– U.S. Senators Ron Wyden and Jeff Merkley today announced that Oregon State
University (OSU) will receive more than $180,000 in federal funds to research
and develop management strategies for the fusarium canker fungus killing
hops in Oregon, Washington and Idaho.
“Since 98% of U.S.
hops are grown right here in the Pacific Northwest, Oregon State University’s
topnotch researchers are well-positioned to provide key insights into how to
manage the growing threat this fungus poses,” Wyden said. “I am gratified to see these dollars go
toward protecting hops production, as Oregon’s thriving hop production and
brewing industries are key players in our state’s job creation, economic growth
“If you like beer,
you should love this grant,” said Senator Merkley. “Oregon’s thriving hops industry supports
brewers large and small here in Oregon and across the nation and is a strong
driver of Oregon’s economy. I look forward to seeing how OSU uses this funding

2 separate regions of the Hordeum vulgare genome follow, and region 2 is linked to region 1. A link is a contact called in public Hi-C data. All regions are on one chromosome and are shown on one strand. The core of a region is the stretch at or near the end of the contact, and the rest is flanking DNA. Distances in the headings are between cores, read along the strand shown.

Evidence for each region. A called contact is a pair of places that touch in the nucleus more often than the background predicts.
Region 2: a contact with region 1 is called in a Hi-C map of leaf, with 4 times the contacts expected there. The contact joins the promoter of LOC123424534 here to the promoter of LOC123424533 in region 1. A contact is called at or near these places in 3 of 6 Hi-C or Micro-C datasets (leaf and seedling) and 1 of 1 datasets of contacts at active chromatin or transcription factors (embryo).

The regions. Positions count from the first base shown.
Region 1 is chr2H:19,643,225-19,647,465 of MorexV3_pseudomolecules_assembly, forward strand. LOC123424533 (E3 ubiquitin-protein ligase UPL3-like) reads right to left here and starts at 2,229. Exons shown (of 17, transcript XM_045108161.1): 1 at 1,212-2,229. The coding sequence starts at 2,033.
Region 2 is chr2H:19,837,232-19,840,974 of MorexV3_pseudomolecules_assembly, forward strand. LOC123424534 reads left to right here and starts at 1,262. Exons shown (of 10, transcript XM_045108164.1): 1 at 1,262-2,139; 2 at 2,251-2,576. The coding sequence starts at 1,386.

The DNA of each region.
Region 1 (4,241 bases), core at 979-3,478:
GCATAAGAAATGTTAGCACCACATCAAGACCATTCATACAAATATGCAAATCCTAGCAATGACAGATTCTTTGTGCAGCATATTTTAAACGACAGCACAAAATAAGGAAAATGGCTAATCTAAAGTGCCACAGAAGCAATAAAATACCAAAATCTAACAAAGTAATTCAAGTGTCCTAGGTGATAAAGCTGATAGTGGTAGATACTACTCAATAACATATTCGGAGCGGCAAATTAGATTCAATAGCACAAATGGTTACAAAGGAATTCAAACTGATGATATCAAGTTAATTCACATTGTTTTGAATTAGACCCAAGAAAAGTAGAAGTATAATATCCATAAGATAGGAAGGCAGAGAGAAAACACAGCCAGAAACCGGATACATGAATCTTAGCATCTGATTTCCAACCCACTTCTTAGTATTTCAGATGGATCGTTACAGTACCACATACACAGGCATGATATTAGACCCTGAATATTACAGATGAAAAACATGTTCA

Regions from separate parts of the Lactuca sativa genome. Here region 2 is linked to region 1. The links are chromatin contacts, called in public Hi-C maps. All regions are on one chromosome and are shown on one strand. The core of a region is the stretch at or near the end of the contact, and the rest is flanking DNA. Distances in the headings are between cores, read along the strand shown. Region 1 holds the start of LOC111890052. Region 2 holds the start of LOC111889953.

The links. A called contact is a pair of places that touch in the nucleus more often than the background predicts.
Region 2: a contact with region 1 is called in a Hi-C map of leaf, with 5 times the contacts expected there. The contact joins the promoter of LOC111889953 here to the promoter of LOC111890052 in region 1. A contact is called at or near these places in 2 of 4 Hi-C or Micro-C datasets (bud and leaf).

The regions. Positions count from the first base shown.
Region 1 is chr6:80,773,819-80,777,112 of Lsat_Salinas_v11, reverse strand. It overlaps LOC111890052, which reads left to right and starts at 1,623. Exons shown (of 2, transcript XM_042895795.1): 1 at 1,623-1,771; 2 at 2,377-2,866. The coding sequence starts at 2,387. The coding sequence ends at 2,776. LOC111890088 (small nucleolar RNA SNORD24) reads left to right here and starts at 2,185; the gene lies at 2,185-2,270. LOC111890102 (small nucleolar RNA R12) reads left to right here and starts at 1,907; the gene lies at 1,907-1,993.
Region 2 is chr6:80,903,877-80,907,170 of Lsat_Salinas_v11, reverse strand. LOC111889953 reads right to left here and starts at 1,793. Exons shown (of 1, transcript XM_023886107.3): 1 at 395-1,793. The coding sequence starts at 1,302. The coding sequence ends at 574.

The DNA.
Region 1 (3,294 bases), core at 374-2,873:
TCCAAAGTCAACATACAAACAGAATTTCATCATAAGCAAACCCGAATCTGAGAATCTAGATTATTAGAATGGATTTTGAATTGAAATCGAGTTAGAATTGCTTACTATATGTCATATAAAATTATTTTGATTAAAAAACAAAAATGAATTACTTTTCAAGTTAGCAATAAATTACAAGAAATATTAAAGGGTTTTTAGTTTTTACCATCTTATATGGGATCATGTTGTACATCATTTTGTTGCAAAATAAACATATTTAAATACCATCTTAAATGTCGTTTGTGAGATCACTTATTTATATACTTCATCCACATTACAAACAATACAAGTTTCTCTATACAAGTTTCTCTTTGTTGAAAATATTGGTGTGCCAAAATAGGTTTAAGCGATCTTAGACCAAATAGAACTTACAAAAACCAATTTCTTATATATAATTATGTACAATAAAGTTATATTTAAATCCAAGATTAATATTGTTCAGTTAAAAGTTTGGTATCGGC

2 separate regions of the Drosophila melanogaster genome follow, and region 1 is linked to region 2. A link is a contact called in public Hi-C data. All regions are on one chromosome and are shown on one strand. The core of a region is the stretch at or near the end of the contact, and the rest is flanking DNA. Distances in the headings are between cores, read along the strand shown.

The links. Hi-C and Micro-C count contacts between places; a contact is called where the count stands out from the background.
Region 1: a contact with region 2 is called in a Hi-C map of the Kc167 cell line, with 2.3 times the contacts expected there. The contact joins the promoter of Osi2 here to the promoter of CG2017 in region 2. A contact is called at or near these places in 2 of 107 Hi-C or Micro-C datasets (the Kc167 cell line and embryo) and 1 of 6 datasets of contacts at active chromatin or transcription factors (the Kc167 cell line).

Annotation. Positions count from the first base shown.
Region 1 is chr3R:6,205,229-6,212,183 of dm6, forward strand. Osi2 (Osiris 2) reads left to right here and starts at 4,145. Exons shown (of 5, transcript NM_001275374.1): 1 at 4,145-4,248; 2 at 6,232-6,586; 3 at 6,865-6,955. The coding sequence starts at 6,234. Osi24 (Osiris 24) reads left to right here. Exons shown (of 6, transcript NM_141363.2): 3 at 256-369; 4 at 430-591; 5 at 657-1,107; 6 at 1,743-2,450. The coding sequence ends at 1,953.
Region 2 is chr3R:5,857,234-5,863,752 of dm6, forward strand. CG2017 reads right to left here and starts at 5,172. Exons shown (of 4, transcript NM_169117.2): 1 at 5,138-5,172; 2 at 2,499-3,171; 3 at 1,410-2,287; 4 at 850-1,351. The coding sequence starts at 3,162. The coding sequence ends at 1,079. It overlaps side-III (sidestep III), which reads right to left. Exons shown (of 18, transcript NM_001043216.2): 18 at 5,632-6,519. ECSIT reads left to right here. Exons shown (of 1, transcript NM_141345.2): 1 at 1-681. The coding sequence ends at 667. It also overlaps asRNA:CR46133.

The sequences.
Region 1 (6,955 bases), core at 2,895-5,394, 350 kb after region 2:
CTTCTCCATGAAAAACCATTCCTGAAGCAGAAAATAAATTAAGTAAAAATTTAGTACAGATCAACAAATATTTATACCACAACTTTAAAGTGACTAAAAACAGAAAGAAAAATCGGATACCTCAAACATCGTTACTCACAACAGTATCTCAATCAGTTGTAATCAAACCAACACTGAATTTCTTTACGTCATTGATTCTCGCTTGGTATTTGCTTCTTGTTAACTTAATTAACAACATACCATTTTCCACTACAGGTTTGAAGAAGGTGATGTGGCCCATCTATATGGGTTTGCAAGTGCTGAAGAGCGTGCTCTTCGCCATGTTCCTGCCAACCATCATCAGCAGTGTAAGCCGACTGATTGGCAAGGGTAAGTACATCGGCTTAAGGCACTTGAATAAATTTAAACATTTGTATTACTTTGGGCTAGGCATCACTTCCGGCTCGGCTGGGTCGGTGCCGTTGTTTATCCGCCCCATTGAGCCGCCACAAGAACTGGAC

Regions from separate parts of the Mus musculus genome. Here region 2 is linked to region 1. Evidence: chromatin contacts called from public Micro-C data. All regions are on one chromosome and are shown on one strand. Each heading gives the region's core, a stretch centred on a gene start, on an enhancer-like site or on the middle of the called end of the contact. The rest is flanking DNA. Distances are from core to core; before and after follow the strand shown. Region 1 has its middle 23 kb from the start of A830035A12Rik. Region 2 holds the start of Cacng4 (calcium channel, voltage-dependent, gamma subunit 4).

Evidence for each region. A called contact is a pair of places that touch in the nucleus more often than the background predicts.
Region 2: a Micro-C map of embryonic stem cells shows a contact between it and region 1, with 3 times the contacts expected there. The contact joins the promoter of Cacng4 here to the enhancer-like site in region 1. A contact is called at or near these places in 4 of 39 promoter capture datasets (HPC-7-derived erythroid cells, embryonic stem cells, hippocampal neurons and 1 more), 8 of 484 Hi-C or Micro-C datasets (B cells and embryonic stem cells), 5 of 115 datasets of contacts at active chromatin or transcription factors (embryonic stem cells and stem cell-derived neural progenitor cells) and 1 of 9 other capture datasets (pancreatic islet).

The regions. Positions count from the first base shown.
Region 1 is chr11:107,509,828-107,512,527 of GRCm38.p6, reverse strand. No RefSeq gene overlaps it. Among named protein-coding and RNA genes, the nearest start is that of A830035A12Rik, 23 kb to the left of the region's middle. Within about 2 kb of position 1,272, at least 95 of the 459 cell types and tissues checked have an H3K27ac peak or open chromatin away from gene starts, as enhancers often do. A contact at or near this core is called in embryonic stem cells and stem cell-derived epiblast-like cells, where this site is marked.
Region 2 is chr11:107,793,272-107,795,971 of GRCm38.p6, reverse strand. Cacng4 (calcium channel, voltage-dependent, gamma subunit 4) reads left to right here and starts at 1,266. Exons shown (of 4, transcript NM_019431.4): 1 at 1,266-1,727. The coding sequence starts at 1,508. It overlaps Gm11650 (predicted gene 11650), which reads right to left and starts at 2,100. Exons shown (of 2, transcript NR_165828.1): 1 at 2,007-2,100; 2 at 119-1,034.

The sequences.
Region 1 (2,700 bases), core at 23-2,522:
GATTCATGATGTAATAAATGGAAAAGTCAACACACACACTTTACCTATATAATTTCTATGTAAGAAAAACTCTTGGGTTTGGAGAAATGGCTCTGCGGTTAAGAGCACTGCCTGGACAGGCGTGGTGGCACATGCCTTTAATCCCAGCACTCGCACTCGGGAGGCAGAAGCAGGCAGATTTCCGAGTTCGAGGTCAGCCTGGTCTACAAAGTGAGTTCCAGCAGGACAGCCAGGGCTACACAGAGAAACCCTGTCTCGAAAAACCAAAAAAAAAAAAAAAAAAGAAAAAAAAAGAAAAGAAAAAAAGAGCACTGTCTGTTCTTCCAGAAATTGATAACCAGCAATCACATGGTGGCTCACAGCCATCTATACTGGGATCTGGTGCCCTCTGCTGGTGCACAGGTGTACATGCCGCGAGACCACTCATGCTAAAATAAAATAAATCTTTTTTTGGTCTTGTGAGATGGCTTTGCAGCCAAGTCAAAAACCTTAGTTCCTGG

to study the fungus that is threatening hop crops to help protect this vital
industry for our state and beyond.”
A fungus called fusarium canker has been an
increasingly greater threat to hop production in Oregon, Idaho, and Washington,
which produce 98% of U.S. hops. OSU will use the $182,633
in federal funds to study the fungus in order to manage its spread in commercial
yards and propagative rootstock material. Researchers will work with hop
producers to reduce the fusarium canker threat for U.S. hop production
in the Pacific Northwest.
“A fungus that
causes a disease called fusarium canker has been an increasingly
greater threat to hop production in Oregon, Idaho, and Washington, which
produce 98% of U.S. hop cones that are used for brewing beer,” said Dr.
Cynthia Ocamb, Extension Plant Pathologist in the Department of Botany and
Plant Pathology at OSU. “There is very
little known about the disease, so these funds will allow OSU to study the
fungus alongside USDA scientists and hop growers in order to manage its spread
in commercial hop yards and propagative rootstock material throughout the Pacific